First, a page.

Friday, February 03, 2012

2 Million Ignored in 2012 Kuwait Election

Interesting perspective.

Kuwait Times, 3 February 2012
2 Million Ignored

It’s a shame that the agendas of all candidates that I have been watching for over a month now have ignored expats. Expat issues were totally extinct from the candidates’ agendas. As you all know, Kuwait’s population is a bit over 3 million people. Kuwaitis make up 1,300,000 of it according to the latest census. That means that we have around two million expats living side by side with us. I find it illogical to totally ignore 2 million people living with you on the same land, under the same sky who share every aspect, both good or bad, and day-to-day problems.

All candidates are talking about prosperity of Kuwait and how to enhance and advance life in Kuwait. But how can you talk about advancement on all levels when you ignore 2 million people living with you as if they are thin air and don’t exist.

Of course, I am not asking expats to be given citizenship. I am not asking anybody to scrap their debts or give them housing allowance or free medical services. I am not asking you to pay for their education or enroll them in government schools or Kuwait University. But I am asking you to acknowledge their existence and try to have inclusive agendas that protect the minimum of their interests.

I ask for rules and regulations that protect their pride and dignity. For instance,  I don’t see why an employee in my company needs to have my consent to get his or her driving license. I don’t see why I have anything to do with the mobility of my employees. It is basic human rights if somebody is eligible and capable to drive to do so. As long as someone is given a visa in my country, this means he should be allowed to transport himself. Why should he or she be under my mercy to drive around? Even when he gets the driving license, why does he need my consent and gracious signature to renew his driving license? Is it not enough that we annoy expats with red tape and loads of paperwork and rules and regulations which change almost on a monthly basis?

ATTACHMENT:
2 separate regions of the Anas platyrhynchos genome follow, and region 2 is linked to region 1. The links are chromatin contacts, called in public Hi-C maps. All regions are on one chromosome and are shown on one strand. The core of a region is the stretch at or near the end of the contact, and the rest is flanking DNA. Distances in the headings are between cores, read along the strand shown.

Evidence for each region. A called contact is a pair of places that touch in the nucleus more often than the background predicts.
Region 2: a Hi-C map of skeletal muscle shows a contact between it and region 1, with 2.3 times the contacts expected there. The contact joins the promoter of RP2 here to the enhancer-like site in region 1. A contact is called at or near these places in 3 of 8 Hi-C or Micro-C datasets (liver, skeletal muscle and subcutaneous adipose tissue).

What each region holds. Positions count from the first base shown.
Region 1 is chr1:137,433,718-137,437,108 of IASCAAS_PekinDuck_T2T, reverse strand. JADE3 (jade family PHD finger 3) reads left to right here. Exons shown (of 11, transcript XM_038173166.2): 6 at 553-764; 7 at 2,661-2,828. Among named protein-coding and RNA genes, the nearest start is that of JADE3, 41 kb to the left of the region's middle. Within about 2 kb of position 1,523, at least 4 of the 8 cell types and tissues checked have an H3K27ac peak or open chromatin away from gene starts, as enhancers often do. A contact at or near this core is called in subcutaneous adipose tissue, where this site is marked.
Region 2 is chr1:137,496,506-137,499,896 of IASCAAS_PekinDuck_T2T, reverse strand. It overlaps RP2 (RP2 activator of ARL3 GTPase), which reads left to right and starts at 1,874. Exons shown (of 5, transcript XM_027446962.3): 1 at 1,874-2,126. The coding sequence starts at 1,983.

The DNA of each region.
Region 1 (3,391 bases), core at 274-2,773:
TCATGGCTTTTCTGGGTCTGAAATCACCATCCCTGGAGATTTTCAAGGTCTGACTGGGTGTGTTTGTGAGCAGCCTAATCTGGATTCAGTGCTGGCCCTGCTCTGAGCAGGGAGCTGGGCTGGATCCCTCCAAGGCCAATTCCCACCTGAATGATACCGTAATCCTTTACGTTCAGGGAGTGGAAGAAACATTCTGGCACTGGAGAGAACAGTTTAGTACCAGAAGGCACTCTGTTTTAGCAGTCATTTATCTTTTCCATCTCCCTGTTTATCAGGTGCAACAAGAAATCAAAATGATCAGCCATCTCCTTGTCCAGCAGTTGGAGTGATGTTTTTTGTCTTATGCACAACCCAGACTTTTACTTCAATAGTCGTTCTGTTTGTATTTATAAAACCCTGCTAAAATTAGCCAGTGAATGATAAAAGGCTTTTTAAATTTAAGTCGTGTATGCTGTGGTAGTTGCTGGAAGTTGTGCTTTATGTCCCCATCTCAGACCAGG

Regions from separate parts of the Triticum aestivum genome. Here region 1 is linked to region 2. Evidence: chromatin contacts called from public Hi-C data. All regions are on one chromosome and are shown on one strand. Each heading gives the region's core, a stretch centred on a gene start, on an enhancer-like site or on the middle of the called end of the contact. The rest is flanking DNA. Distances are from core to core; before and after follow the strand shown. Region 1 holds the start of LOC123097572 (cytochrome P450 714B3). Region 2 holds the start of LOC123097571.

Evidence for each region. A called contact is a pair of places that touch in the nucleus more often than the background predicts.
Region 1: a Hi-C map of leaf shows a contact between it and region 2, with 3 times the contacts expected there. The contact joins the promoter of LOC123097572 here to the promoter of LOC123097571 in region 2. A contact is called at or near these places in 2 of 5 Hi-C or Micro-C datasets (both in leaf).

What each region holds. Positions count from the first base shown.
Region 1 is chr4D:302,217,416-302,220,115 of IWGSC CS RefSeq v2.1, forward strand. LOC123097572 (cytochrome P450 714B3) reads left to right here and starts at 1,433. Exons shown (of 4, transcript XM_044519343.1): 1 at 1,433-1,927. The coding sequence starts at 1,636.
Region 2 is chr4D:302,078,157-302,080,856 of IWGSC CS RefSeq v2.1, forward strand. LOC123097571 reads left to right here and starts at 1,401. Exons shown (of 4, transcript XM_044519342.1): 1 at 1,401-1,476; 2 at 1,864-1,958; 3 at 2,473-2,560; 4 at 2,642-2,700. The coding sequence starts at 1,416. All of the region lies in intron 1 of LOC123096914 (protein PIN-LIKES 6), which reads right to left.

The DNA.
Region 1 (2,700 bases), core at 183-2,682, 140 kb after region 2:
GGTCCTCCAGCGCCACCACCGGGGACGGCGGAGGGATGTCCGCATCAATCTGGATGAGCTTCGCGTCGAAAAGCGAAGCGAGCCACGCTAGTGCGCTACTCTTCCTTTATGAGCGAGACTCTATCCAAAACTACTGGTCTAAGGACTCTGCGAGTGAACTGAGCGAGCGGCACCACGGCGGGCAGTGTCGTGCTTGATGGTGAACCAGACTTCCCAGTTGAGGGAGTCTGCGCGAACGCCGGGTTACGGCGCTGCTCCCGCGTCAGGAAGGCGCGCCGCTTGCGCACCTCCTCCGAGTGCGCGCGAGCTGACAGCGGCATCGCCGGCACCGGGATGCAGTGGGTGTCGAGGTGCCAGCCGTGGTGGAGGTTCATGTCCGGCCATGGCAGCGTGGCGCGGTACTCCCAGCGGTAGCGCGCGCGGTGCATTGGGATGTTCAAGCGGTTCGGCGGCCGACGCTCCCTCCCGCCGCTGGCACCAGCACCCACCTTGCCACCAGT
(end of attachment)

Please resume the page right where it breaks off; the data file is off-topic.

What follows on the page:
At least you can subsidize the low-income people with medicines which are available free of charge for us Kuwaitis but not expats. I do not mean any expats I am referring to the low-income ones. These people who are ignored are the people who build the election headquarters. They are the ones arranging the microphones and chairs. They are the ones who in the end of the night clean the garbage we leave behind. They are the ones preparing the sandwiches and shawarma we distribute at these occasions etc, etc.

If Kuwait Times allows me, I need 24 pages to list the things they do. Don’t you think that they deserve at least one sentence from our candidates? Thank you very much and good day. We live in a shariah-abiding country! This is just a reminder.

By Badrya Darwish


Mohammed said...

Ms. Badrya doesn't want expats to be naturalized. I cant see why she says that...

I'm all for expats getting naturalized. We need some of these intellectual minds and thinkers and good credentials to become part of our society.

There are so many Lebanese, Indians, Pakistanis, Egyptians, Palestinians, Armenians, Greeks, English, Americans and Far Easterners of the highest order in our society who lived in Kuwait for more than 20-30 years.